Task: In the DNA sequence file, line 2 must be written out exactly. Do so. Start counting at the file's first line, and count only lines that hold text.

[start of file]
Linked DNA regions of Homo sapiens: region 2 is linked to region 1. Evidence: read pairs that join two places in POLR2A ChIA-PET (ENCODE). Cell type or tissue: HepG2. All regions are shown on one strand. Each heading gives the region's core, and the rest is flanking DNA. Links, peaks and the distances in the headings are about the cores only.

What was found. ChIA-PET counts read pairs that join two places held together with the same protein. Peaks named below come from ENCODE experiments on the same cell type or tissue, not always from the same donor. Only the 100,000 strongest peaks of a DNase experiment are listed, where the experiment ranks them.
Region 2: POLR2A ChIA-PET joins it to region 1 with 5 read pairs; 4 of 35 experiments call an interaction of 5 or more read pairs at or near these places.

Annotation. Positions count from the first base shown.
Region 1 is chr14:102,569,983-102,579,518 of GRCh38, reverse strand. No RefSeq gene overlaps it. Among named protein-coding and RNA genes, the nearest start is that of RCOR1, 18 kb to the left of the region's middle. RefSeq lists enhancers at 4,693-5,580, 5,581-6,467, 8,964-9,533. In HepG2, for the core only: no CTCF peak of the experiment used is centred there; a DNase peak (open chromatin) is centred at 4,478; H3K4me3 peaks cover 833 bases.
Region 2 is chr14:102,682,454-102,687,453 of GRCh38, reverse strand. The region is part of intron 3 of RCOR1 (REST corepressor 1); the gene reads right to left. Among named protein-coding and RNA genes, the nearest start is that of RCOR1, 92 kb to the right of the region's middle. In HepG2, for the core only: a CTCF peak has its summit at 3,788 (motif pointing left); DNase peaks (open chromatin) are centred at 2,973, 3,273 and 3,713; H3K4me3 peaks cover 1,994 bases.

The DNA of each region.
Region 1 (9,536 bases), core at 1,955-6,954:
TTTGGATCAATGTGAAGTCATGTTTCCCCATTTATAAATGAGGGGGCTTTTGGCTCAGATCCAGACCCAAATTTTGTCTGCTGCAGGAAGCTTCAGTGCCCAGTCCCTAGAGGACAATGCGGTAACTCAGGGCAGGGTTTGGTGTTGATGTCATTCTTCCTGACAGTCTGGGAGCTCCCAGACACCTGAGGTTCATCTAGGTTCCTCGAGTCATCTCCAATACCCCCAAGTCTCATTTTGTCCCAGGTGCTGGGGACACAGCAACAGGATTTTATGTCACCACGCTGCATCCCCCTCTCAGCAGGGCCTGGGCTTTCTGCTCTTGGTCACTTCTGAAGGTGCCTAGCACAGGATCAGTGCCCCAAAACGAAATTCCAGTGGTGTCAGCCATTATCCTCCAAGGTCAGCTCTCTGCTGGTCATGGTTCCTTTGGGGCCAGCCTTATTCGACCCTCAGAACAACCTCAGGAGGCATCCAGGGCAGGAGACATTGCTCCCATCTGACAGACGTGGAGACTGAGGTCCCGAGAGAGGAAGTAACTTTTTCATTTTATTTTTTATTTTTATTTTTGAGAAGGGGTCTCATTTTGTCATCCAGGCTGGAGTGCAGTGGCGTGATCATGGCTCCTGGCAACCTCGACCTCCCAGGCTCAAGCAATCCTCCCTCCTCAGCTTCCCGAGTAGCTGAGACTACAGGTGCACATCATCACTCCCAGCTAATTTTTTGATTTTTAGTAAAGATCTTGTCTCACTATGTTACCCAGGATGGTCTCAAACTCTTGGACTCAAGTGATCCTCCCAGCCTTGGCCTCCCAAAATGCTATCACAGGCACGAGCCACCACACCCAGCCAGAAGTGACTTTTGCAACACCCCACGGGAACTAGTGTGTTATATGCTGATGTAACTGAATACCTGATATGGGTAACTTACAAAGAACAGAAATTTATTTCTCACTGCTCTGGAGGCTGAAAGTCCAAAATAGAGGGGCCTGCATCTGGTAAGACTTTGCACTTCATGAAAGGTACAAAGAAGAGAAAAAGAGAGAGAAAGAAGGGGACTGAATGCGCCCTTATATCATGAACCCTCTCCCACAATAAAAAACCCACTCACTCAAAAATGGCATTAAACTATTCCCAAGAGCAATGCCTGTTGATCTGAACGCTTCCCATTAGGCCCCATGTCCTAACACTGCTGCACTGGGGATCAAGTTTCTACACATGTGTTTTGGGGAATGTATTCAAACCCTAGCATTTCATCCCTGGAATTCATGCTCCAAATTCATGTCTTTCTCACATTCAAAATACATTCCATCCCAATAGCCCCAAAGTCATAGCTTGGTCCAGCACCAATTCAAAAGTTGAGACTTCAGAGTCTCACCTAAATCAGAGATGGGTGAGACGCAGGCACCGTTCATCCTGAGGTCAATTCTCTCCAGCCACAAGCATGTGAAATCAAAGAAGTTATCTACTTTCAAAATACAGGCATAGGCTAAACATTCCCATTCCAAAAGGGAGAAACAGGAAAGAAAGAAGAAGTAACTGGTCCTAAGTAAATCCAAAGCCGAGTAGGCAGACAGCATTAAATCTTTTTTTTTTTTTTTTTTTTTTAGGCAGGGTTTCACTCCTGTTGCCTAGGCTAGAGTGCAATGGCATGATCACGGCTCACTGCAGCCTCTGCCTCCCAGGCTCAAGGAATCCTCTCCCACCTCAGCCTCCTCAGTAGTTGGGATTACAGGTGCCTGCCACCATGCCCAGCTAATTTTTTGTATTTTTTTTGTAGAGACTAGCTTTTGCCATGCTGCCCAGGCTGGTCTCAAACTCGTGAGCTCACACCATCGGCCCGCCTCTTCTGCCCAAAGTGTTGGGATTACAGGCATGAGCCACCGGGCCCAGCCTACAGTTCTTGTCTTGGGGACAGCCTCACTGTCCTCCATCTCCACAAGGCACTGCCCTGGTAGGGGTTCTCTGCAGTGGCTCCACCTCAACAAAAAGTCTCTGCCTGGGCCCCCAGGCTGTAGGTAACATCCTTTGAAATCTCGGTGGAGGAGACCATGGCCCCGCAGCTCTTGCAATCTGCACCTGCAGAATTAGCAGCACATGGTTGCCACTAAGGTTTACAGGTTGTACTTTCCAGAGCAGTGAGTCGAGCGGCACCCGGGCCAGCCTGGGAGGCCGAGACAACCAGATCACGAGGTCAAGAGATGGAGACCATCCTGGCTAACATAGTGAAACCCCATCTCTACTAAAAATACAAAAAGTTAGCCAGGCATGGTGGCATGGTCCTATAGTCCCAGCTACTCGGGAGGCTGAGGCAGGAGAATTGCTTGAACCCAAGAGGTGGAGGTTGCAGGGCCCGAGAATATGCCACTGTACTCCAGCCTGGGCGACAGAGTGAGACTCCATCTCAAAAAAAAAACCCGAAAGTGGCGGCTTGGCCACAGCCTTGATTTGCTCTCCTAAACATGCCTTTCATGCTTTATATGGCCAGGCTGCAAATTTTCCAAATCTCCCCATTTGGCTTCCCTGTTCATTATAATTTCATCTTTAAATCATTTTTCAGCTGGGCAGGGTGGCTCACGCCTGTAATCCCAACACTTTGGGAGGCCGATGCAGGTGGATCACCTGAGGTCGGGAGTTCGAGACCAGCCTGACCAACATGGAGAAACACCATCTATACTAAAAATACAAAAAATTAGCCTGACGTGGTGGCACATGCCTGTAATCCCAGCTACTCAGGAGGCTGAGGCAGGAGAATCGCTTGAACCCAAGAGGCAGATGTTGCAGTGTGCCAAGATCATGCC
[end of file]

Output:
What was found. ChIA-PET counts read pairs that join two places held together with the same protein. Peaks named below come from ENCODE experiments on the same cell type or tissue, not always from the same donor. Only the 100,000 strongest peaks of a DNase experiment are listed, where the experiment ranks them.